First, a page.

Music review: Playground Festival, Rouken Glen Park, Glasgow

Orbital were the sonic heroes of the Playground Festival, writes Fiona Shepherd

The Libertines headlining the first day of the Playground Festival PIC: Calum Buchan

Playground Festival, Rouken Glen Park, Glasgow ***

In the shiny new world of digital ticketing, it helps to have good – or, indeed, any – wifi coverage in your locale. But once the entry delays were negotiated, the Playground festival site in leafy East Renfrewshire proved to be a lovely place to queue some more, whether for the bar or the fancy pants means to pay for your drinks via wristband QR code. Technology, eh?

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At least there were plenty and varied seating areas for the mostly older gig-going crowd to rest their pins afterwards.

Thank goodness for good old-fashioned live music – although even that was fraught with late announcements of key cancellations, creating a black hole in the Saturday evening schedule between Sister Sledge’s classic disco set, helmed by Kathy Sledge in fabulous voice and ready for action in her trainers and sequins, and a somewhat perfunctory, if slick, headline set from Culture Club.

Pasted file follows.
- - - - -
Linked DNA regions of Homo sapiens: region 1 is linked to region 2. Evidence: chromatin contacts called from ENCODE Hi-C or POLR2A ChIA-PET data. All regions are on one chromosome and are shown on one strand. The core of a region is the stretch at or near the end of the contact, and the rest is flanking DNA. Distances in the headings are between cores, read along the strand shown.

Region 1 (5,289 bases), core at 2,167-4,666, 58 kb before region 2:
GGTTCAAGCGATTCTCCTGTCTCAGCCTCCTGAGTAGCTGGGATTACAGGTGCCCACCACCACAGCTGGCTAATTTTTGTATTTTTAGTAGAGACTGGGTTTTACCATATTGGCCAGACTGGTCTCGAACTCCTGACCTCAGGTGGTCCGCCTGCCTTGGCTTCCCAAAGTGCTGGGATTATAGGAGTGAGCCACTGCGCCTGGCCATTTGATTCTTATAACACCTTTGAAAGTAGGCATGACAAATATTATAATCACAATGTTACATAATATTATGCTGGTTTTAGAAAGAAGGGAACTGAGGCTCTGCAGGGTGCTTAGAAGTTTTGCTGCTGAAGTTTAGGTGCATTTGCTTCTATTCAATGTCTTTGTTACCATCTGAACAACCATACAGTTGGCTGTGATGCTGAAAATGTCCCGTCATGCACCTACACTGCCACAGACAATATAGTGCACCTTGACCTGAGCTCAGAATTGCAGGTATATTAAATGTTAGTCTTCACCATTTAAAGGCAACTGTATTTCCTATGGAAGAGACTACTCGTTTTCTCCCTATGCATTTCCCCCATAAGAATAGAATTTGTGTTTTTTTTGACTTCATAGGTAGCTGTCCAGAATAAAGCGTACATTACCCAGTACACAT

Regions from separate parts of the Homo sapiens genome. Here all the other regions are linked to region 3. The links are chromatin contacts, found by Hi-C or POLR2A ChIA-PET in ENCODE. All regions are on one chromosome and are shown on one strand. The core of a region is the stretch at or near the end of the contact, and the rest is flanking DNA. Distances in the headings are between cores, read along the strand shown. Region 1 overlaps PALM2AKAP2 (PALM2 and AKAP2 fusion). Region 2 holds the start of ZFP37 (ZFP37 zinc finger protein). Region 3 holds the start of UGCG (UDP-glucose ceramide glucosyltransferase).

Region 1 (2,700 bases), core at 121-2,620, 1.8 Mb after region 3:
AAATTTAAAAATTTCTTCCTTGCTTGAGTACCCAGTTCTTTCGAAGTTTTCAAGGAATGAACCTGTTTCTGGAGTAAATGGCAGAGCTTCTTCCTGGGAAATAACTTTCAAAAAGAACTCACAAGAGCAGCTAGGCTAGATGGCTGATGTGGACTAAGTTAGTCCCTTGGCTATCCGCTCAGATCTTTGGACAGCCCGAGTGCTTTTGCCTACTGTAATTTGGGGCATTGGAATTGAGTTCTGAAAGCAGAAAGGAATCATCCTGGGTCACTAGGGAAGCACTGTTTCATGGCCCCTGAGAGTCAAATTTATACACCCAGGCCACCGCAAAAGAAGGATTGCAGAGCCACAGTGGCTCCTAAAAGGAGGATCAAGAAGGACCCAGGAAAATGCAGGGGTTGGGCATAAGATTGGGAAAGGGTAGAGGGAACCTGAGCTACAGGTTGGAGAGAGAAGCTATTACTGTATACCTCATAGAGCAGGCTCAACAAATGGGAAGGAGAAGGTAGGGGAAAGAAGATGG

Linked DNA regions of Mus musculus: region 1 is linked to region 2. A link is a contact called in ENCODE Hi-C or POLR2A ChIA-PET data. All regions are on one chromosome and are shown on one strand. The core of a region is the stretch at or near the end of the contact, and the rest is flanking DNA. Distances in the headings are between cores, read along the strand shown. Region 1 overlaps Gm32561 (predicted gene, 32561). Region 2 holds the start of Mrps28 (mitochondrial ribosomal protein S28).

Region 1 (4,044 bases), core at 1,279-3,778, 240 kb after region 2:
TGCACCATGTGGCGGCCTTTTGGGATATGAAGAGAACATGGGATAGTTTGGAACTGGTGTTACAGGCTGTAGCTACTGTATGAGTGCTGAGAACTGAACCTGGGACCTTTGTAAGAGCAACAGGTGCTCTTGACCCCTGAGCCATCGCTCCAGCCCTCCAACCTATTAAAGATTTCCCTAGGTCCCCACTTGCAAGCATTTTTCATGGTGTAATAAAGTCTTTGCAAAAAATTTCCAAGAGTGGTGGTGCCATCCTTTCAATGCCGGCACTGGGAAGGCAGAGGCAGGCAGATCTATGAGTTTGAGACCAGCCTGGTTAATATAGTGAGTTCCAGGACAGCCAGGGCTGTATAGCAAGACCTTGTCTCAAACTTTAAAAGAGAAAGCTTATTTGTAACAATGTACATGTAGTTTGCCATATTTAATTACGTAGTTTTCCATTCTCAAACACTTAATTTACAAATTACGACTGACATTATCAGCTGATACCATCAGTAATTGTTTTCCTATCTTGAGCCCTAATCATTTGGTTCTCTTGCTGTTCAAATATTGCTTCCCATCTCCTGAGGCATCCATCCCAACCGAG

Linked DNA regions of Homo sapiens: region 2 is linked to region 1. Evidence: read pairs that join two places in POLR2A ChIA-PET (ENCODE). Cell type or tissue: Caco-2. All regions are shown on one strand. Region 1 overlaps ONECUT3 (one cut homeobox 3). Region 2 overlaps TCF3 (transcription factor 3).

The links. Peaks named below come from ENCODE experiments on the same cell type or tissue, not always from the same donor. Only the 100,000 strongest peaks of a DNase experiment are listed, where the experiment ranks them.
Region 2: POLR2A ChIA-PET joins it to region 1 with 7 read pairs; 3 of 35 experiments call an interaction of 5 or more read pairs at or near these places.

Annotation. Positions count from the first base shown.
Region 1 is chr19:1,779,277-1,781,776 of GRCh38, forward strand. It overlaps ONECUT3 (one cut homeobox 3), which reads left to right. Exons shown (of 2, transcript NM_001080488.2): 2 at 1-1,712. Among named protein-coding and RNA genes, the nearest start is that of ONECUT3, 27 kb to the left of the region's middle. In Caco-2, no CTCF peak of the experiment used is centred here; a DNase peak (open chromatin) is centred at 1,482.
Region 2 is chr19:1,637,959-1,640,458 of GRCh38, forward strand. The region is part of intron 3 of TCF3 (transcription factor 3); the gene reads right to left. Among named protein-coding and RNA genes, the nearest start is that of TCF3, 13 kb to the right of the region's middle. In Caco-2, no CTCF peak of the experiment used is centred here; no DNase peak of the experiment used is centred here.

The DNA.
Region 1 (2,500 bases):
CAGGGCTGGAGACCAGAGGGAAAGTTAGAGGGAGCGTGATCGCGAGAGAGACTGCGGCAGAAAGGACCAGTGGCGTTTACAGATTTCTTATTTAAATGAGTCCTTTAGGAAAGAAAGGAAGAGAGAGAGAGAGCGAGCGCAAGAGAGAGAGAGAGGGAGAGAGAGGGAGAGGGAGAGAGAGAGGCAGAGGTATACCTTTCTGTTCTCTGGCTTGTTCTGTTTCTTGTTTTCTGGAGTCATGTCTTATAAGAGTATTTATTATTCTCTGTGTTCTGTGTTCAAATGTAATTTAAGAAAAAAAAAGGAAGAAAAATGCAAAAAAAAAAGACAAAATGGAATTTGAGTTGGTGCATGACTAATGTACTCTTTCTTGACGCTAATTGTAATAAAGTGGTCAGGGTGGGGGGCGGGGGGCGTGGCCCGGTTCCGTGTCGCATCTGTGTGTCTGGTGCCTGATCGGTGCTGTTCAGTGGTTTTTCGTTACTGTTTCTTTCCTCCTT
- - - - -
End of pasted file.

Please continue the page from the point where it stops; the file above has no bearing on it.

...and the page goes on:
With the main arena effectively a dead zone for a couple of hours, festival-goers made their fun in the atmospheric al fresco clubbing space of the Forest Stage, with ace DJs Optimo turning in a relatively commercial party set to galvanise the generations.

Meanwhile, the Playpark Stage hosted the harder pumping sounds of French electro producer Vitalic and the eccentric performance art attack of the inimitable Roisin Murphy.

Rewind 24 hours and the ever-reliable James dispensed their durable festival anthems in fairly freewheeling style. Although it took a while for their set to catch fire, they have a general crowd-pleasing palatability which headliners The Libertines lack. Their appeal is more tribal, though cult leader Pete Doherty looked prematurely middle-aged in flat cap compared to his match fit rock star bandmates.

However, sonic heroes of the weekend were Orbital, who delivered a witty Friday night techno celebration, with complementary warm-up DJ set from writer Irvine Welsh.

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